The Leica Noctivid 10x42 binoculars sit in that exorbitantly priced pantheon of high-end optics, and they provide the crystal clear images you would expect of such a product. However, while the optical quality is right on pace with that of the other premium binocular models we tested, the Noctivid lacks some of the design touches of its high-end competitors. It is not quite as comfortable to hold as either the Swarovski EL or the Zeiss Victory HT. The Swarovski also has a better close focus range. Neither of these things are dealbreakers, especially if you can find the Noctivid on sale, but if you're going to pay list price, we would suggest looking at one of the other high-end brands.Editor's Note: This product review was updated on January 11, 2022 with further comparison info and recommendations on other high-end binoculars we tested.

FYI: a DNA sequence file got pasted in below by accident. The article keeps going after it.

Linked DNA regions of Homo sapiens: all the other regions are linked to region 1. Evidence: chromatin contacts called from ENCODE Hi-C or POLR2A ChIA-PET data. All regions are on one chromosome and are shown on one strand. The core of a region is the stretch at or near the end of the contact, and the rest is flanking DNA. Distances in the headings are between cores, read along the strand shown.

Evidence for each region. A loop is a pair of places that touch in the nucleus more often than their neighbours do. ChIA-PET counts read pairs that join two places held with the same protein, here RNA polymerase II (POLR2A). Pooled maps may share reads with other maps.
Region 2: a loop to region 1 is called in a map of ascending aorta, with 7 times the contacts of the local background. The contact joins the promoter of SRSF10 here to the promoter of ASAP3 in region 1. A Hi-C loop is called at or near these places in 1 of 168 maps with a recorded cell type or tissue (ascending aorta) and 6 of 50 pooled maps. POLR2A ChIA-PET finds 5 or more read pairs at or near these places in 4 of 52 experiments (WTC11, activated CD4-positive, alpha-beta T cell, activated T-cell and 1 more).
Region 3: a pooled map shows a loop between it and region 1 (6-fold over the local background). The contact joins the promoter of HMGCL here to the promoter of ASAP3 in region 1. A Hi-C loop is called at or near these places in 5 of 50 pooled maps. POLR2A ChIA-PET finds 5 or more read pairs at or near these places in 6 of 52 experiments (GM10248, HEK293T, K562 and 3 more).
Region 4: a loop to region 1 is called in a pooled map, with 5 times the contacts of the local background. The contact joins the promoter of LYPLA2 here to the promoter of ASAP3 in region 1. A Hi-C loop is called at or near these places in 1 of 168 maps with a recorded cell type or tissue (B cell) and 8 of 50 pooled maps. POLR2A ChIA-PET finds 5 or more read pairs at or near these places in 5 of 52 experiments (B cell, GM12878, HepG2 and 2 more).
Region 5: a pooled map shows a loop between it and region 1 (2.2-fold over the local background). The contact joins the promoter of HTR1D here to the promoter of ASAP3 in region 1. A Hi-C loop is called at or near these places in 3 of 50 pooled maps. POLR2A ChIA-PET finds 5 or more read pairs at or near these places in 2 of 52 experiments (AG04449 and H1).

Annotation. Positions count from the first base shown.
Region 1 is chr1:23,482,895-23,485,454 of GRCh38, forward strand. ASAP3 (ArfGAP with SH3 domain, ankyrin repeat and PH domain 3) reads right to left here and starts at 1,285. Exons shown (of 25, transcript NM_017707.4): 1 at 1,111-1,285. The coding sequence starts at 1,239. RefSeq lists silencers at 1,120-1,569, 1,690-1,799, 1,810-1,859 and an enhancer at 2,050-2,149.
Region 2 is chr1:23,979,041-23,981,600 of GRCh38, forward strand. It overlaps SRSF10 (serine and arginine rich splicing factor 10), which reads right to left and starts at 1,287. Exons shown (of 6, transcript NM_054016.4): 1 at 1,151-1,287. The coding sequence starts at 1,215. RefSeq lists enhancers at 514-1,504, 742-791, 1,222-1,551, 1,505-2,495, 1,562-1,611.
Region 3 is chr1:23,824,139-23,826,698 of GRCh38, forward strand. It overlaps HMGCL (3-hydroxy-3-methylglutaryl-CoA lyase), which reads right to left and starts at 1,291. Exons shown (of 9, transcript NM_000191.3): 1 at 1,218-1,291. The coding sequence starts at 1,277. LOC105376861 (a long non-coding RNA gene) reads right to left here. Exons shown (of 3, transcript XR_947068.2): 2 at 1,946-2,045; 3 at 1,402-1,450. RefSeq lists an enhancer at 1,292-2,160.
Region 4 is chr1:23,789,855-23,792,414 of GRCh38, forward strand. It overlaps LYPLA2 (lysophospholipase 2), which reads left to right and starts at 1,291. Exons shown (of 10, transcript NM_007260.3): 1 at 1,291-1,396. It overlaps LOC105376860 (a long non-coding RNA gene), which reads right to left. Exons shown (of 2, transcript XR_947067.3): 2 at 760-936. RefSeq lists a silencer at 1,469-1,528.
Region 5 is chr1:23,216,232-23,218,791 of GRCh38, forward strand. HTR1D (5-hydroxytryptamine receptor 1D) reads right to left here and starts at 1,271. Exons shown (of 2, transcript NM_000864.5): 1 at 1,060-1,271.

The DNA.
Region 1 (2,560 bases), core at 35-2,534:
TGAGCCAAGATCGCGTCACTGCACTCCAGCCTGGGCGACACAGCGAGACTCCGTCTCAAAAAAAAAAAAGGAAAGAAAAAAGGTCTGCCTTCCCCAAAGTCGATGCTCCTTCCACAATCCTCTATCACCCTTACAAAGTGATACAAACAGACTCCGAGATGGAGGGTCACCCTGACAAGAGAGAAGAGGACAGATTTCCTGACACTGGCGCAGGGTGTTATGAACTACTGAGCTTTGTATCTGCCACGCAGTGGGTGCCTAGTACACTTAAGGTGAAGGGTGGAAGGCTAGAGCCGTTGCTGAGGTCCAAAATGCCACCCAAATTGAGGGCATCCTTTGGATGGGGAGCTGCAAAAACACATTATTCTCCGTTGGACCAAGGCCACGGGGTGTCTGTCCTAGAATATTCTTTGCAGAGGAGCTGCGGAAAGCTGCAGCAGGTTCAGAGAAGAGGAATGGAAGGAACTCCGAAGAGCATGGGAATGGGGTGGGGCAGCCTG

Leica Noctivid 10x42 Review
Cons: Very expensive, not quite as comfortable as other high-end models
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|Pros||Excellent clarity and brightness, great construction quality||Incredible clarity, brightness, comfort, and construction quality||Very clear and bright, easy to adjust, comfortable, high-quality construction||Excellent brightness, great clarity, comfortable||Inexpensive, good clarity and brightness|
|Cons||Very expensive, not quite as comfortable as other high-end models||Prohibitively expensive||A bit heavy for the backcountry||Slightly heavy for backpacking||Average construction quality, mediocre low-light performance|